The steppe has three distinct areas. To the north a
forested belt, then the great grasslands, and finally the
desert regions. The better areas were the object of
constant struggles among the steppe tribes, whether
Mongols, Turks, Merkits, Tatars, Naimans, or any of a
dozen nations who are only names today. The trigger of
such a conflict might be a political shift among the
tribes, or a period of drought, a common occurrence on
the steppe, which caused one tribe to seek better
territory at the expense of another. Thus, every man
was, of necessity, a warrior. War is the profession of the
steppe and, among pre-industrial peoples, no one is
better at it. Europe knew this from the incursions of the
Huns and Magyars in the fifth and eighth centuries; it
was revisited by this scourge in the thirteenth, and it was
stunned.
In April 1241 Mongol armies had killed some one
hundred thousand European knights and men-at-arms in
Poland and Hungary. They had beaten every western
army they had come against. Henry II of Silesia was
dead, Boleslav IV, Count of the Poles, was in hiding,
and the kingdom of Hungary no longer existed; its king,
Bela IV, was fleeing to the Adriatic coast pursued by a
Mongol army determined to kill him. As for the country
itself, the Mongols began to systematically strip and
depopulate it and to strike coins. It belonged to Batu,
grandson of Jinghiz Khan, the Emperor of All Men.
Meanwhile, Pope Gregory IX and the Holy Roman
Emperor Frederick II prepared to continue their personal
war while Mongol scouts approached Venice. There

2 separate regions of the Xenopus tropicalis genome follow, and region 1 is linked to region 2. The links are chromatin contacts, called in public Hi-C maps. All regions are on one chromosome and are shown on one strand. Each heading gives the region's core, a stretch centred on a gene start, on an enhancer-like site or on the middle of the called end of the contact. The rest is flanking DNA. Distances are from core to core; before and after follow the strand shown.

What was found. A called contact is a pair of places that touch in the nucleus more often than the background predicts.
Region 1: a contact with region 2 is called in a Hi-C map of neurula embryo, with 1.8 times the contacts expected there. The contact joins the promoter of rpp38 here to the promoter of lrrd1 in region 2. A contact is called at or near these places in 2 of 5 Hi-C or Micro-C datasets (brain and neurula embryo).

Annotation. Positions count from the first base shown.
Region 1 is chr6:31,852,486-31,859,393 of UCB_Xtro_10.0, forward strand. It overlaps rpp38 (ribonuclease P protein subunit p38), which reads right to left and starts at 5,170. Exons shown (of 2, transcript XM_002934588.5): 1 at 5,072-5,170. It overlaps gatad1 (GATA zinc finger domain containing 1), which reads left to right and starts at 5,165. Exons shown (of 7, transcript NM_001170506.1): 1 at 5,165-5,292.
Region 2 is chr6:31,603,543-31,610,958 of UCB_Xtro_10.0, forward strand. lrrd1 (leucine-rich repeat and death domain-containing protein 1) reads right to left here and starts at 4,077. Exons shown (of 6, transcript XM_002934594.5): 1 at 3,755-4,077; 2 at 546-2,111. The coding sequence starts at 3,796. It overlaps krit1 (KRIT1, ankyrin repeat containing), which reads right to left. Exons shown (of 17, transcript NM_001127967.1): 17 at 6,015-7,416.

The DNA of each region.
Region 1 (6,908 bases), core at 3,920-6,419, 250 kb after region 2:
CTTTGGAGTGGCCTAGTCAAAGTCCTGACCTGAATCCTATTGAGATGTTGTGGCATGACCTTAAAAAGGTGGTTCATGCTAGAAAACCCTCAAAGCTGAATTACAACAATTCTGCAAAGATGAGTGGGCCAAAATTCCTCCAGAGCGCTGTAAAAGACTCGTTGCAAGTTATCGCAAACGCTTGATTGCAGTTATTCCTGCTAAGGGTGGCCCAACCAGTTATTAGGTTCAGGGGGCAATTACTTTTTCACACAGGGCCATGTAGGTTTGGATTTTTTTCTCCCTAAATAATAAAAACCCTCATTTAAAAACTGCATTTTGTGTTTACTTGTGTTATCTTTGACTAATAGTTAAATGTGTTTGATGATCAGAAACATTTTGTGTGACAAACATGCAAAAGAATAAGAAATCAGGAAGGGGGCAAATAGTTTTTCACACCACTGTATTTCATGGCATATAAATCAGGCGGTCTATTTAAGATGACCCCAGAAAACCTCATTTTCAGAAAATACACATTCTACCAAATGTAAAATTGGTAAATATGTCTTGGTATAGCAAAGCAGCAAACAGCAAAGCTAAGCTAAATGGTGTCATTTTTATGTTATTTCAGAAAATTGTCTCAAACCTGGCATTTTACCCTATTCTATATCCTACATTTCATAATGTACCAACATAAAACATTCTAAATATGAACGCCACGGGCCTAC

was no army the Europeans could muster to oppose
them. There seemed no reason to suppose that western
Europe would not suffer the fate of central Europe and
Russia.
PREFACE
T
he modern state of Mongolia lies to the west and
north of China. Seven hundred years ago those
who spoke the Mongol language, Tungisic in
origin, also lived on the steppes further north and west
in what is now Russia and Siberia, and many still do.
These Asian people competed for a living with their
more numerous Turkic-speaking cousins and their
occasional incursions into the civilized lands surrounding
the steppes had generally had horrifying consequences
for sedentary nations.
The Mongols were a nomadic people living from
their herds and flocks. Thus they moved between two
areas summer and winter, to find grazing for the ani-
mals. Their homes were (and some still are) gers, round
felt tents easily disassembled or moved from place to
place. They travelled by horse which had first been
domesticated in southern Russia perhaps three thousand
five hundred years ago. They fought interminably
among themselves and the bow was their weapon— metal
is hard to work and scarce in the steppe. In any case
they were superb archers.
Mongol society, like that of other steppe peoples,
was simple. The religion was shamanistic, an ancient
and primitive belief in a multitude of spirits such as is
found in northern Asia and among the natives of the
Americas who had crossed the Bering straight from Asia
so long before.
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WHOM WE CALL THE TARTARS - 9
8 - THE STORY OF THE MONGOLS...
away as France and Germany, and members of the
military orders. These last, such as the Knights Templar
and the Hospitallers were monks who submitted to rigid